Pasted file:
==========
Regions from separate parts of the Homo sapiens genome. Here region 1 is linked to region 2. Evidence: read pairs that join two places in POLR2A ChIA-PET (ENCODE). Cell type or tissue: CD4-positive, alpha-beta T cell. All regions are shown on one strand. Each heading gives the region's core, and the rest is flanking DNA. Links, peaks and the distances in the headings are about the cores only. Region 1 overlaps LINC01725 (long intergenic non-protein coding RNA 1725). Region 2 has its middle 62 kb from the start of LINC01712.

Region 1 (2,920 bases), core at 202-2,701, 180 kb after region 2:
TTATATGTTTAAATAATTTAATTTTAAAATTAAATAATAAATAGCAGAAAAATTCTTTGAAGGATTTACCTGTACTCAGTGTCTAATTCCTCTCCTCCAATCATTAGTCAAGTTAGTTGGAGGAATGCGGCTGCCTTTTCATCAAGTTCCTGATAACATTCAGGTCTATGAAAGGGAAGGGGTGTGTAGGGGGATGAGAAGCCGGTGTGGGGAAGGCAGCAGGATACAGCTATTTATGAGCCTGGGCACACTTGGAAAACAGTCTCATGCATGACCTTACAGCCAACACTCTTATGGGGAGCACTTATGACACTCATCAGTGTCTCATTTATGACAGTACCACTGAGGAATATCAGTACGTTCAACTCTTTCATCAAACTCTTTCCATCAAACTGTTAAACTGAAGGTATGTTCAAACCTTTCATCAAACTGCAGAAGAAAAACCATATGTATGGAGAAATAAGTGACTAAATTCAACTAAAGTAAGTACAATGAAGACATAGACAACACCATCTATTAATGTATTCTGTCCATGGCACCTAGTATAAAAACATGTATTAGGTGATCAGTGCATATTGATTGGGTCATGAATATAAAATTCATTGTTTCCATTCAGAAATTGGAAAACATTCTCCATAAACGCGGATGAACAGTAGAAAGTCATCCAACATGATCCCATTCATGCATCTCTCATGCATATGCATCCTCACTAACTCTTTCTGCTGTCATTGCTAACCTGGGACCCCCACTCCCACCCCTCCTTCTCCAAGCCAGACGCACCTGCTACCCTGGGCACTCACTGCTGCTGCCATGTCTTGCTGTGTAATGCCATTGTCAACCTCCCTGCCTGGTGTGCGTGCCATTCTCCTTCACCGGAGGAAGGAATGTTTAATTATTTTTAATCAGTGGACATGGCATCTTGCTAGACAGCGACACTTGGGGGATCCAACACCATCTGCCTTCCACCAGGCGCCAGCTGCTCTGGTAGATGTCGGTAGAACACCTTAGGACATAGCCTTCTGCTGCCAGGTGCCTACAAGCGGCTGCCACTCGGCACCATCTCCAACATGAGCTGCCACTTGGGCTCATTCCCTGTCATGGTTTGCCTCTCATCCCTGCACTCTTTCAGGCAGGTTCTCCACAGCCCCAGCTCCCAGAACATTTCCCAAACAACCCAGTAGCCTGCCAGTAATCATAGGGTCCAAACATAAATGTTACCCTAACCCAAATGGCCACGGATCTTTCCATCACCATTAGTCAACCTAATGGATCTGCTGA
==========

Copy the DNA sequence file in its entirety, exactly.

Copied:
Regions from separate parts of the Homo sapiens genome. Here region 1 is linked to region 2. Evidence: read pairs that join two places in POLR2A ChIA-PET (ENCODE). Cell type or tissue: CD4-positive, alpha-beta T cell. All regions are shown on one strand. Each heading gives the region's core, and the rest is flanking DNA. Links, peaks and the distances in the headings are about the cores only. Region 1 overlaps LINC01725 (long intergenic non-protein coding RNA 1725). Region 2 has its middle 62 kb from the start of LINC01712.

Region 1 (2,920 bases), core at 202-2,701, 180 kb after region 2:
TTATATGTTTAAATAATTTAATTTTAAAATTAAATAATAAATAGCAGAAAAATTCTTTGAAGGATTTACCTGTACTCAGTGTCTAATTCCTCTCCTCCAATCATTAGTCAAGTTAGTTGGAGGAATGCGGCTGCCTTTTCATCAAGTTCCTGATAACATTCAGGTCTATGAAAGGGAAGGGGTGTGTAGGGGGATGAGAAGCCGGTGTGGGGAAGGCAGCAGGATACAGCTATTTATGAGCCTGGGCACACTTGGAAAACAGTCTCATGCATGACCTTACAGCCAACACTCTTATGGGGAGCACTTATGACACTCATCAGTGTCTCATTTATGACAGTACCACTGAGGAATATCAGTACGTTCAACTCTTTCATCAAACTCTTTCCATCAAACTGTTAAACTGAAGGTATGTTCAAACCTTTCATCAAACTGCAGAAGAAAAACCATATGTATGGAGAAATAAGTGACTAAATTCAACTAAAGTAAGTACAATGAAGACATAGACAACACCATCTATTAATGTATTCTGTCCATGGCACCTAGTATAAAAACATGTATTAGGTGATCAGTGCATATTGATTGGGTCATGAATATAAAATTCATTGTTTCCATTCAGAAATTGGAAAACATTCTCCATAAACGCGGATGAACAGTAGAAAGTCATCCAACATGATCCCATTCATGCATCTCTCATGCATATGCATCCTCACTAACTCTTTCTGCTGTCATTGCTAACCTGGGACCCCCACTCCCACCCCTCCTTCTCCAAGCCAGACGCACCTGCTACCCTGGGCACTCACTGCTGCTGCCATGTCTTGCTGTGTAATGCCATTGTCAACCTCCCTGCCTGGTGTGCGTGCCATTCTCCTTCACCGGAGGAAGGAATGTTTAATTATTTTTAATCAGTGGACATGGCATCTTGCTAGACAGCGACACTTGGGGGATCCAACACCATCTGCCTTCCACCAGGCGCCAGCTGCTCTGGTAGATGTCGGTAGAACACCTTAGGACATAGCCTTCTGCTGCCAGGTGCCTACAAGCGGCTGCCACTCGGCACCATCTCCAACATGAGCTGCCACTTGGGCTCATTCCCTGTCATGGTTTGCCTCTCATCCCTGCACTCTTTCAGGCAGGTTCTCCACAGCCCCAGCTCCCAGAACATTTCCCAAACAACCCAGTAGCCTGCCAGTAATCATAGGGTCCAAACATAAATGTTACCCTAACCCAAATGGCCACGGATCTTTCCATCACCATTAGTCAACCTAATGGATCTGCTGA